[00:32:54] Karen Stones: Yeah. So give me a couple of examples of really basic micro goals. I think micro goals. I’m obsessed with checklists, actually writing them out. If you’re ever in my office, I have a paper going with things to do for the day and I love crossing them out. And I will even rewrite a checklist during the middle of the day just to get more checks to do. It’s how I stay prioritized and organized.
Obviously, I use a lot of digital tools as well, but there’s something that is really rewarding for me to do that checkbox.
[00:33:37] Mandy Schaniel: Right.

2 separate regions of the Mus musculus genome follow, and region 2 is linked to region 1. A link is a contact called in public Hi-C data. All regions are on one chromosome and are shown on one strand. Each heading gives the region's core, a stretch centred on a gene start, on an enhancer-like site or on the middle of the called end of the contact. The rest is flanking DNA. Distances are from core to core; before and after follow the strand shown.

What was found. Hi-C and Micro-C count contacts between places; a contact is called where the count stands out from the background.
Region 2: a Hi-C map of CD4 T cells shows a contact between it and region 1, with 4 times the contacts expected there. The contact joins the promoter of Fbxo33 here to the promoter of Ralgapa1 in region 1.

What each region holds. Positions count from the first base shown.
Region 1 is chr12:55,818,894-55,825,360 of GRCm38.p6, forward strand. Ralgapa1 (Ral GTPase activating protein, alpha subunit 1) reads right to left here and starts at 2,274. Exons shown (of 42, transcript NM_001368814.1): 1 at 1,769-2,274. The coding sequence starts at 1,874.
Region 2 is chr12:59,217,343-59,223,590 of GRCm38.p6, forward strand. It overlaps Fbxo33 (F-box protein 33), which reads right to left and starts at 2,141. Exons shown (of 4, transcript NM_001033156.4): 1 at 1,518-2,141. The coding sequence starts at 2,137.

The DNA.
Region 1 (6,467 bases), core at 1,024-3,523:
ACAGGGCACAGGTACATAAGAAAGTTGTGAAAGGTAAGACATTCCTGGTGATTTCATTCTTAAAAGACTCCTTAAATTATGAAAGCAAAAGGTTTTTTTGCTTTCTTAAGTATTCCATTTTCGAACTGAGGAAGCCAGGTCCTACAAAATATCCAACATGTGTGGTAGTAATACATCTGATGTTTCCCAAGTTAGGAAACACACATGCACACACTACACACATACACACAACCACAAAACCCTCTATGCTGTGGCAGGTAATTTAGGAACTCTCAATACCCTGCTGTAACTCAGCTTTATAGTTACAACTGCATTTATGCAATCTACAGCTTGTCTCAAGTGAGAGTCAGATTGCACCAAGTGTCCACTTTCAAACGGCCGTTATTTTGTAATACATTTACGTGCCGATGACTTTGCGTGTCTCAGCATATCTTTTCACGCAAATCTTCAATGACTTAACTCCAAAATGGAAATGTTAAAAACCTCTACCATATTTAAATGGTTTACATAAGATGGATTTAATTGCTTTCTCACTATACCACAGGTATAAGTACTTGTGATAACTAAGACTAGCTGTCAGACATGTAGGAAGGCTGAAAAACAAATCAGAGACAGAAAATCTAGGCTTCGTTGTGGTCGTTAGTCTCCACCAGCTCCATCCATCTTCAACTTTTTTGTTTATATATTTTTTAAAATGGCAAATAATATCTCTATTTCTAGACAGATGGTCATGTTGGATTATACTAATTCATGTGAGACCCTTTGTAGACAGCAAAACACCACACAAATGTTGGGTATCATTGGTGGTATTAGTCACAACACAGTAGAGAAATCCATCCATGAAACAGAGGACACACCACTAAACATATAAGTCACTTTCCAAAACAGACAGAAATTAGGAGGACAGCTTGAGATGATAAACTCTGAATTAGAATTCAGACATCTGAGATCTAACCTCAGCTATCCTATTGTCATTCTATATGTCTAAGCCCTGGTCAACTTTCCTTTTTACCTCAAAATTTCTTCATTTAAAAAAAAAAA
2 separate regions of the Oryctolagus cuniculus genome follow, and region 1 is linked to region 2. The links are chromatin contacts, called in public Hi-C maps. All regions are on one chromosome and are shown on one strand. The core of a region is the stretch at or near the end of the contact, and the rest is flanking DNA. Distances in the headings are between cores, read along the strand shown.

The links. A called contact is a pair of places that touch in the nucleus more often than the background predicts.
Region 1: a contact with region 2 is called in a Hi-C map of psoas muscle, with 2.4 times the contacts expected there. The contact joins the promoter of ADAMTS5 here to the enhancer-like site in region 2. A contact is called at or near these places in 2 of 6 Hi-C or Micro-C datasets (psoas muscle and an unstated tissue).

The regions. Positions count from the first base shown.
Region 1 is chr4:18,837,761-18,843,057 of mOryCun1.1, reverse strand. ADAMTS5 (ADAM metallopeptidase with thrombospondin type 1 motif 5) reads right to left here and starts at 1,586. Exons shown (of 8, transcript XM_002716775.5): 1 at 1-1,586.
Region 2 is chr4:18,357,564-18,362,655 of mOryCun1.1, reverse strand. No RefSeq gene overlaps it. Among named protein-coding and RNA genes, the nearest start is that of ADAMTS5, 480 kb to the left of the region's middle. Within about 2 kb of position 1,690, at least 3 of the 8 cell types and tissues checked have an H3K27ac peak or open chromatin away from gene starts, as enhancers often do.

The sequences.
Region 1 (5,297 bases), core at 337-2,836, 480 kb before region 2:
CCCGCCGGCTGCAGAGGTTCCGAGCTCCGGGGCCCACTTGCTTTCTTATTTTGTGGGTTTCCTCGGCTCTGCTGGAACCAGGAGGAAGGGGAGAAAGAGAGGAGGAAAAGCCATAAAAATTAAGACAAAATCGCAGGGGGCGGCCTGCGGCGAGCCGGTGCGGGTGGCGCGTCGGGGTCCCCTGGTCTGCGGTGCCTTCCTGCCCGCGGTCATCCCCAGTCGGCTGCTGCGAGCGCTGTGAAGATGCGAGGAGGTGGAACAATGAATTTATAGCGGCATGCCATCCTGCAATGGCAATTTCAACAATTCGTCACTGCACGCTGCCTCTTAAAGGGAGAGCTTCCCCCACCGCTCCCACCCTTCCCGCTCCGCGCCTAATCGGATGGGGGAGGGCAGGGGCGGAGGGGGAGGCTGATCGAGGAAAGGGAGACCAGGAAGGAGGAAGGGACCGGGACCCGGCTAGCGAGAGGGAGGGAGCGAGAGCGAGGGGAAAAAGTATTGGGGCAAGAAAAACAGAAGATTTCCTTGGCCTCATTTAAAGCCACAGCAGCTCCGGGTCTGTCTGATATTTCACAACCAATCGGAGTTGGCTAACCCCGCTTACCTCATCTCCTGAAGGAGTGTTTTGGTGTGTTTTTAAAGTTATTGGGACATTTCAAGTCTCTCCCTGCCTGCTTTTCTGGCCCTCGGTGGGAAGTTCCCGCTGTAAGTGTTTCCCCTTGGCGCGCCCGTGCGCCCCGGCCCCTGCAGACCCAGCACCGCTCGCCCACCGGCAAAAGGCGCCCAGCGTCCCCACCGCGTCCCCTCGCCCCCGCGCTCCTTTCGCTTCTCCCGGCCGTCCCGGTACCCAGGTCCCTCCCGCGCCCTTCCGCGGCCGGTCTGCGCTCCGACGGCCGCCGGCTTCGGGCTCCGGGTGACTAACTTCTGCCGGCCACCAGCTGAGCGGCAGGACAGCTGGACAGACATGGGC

[00:33:37] Karen Stones: And even kids, I have noticed, for instance, we need to get the house clean. We have people coming over in an hour. Let’s band together and get this done. So let’s distribute tasks. I have noticed that when I write those on a piece of paper, hand those to the child and let them cross them off, it helps. It really does.
[00:34:02] Mandy Schaniel: Because even if you’re not aware of what’s happening in your brain when you’re doing that, and again, it can be different for people in terms of physically crossing it off or tapping a button on whatever works best for you. Right. But even if you’re not aware, isn’t that so cool that even with the kids, they’re like, oh, that feels so good to cross the list. It feels good to complete it. They don’t know why necessarily, but they know it feels great.
[00:34:27] Karen Stones: Yeah.
[00:34:28] Mandy Schaniel: Cross it off.
[00:34:29] Karen Stones: It does.